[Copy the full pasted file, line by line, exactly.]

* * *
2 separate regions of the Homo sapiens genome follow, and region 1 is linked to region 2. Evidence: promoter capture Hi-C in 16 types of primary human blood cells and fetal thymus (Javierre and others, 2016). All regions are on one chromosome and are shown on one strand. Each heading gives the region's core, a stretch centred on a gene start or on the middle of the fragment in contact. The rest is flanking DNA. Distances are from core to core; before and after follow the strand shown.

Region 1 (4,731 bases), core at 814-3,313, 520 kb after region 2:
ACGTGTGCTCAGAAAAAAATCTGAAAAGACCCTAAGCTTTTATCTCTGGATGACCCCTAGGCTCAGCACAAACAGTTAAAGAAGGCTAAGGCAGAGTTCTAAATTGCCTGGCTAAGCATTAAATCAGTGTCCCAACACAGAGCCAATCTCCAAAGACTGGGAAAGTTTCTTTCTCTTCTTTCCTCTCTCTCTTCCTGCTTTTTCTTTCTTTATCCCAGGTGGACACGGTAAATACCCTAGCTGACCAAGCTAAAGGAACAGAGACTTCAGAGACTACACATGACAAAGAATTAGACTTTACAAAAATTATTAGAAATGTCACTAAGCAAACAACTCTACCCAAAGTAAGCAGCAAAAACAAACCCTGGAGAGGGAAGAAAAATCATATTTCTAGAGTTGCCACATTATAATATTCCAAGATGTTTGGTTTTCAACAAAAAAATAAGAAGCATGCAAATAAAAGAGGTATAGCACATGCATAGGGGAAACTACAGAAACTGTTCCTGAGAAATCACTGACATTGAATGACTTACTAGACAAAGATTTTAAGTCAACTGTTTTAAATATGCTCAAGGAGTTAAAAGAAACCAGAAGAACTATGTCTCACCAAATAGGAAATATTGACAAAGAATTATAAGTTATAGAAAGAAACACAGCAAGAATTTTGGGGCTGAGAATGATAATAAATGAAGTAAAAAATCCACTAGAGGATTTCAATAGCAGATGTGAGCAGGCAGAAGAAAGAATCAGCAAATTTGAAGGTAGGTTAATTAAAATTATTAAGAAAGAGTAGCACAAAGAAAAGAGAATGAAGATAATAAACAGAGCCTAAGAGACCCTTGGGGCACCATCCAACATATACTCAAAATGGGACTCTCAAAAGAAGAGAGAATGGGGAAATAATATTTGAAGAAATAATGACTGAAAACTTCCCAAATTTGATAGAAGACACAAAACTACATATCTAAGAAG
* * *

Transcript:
2 separate regions of the Homo sapiens genome follow, and region 1 is linked to region 2. Evidence: promoter capture Hi-C in 16 types of primary human blood cells and fetal thymus (Javierre and others, 2016). All regions are on one chromosome and are shown on one strand. Each heading gives the region's core, a stretch centred on a gene start or on the middle of the fragment in contact. The rest is flanking DNA. Distances are from core to core; before and after follow the strand shown.

Region 1 (4,731 bases), core at 814-3,313, 520 kb after region 2:
ACGTGTGCTCAGAAAAAAATCTGAAAAGACCCTAAGCTTTTATCTCTGGATGACCCCTAGGCTCAGCACAAACAGTTAAAGAAGGCTAAGGCAGAGTTCTAAATTGCCTGGCTAAGCATTAAATCAGTGTCCCAACACAGAGCCAATCTCCAAAGACTGGGAAAGTTTCTTTCTCTTCTTTCCTCTCTCTCTTCCTGCTTTTTCTTTCTTTATCCCAGGTGGACACGGTAAATACCCTAGCTGACCAAGCTAAAGGAACAGAGACTTCAGAGACTACACATGACAAAGAATTAGACTTTACAAAAATTATTAGAAATGTCACTAAGCAAACAACTCTACCCAAAGTAAGCAGCAAAAACAAACCCTGGAGAGGGAAGAAAAATCATATTTCTAGAGTTGCCACATTATAATATTCCAAGATGTTTGGTTTTCAACAAAAAAATAAGAAGCATGCAAATAAAAGAGGTATAGCACATGCATAGGGGAAACTACAGAAACTGTTCCTGAGAAATCACTGACATTGAATGACTTACTAGACAAAGATTTTAAGTCAACTGTTTTAAATATGCTCAAGGAGTTAAAAGAAACCAGAAGAACTATGTCTCACCAAATAGGAAATATTGACAAAGAATTATAAGTTATAGAAAGAAACACAGCAAGAATTTTGGGGCTGAGAATGATAATAAATGAAGTAAAAAATCCACTAGAGGATTTCAATAGCAGATGTGAGCAGGCAGAAGAAAGAATCAGCAAATTTGAAGGTAGGTTAATTAAAATTATTAAGAAAGAGTAGCACAAAGAAAAGAGAATGAAGATAATAAACAGAGCCTAAGAGACCCTTGGGGCACCATCCAACATATACTCAAAATGGGACTCTCAAAAGAAGAGAGAATGGGGAAATAATATTTGAAGAAATAATGACTGAAAACTTCCCAAATTTGATAGAAGACACAAAACTACATATCTAAGAAG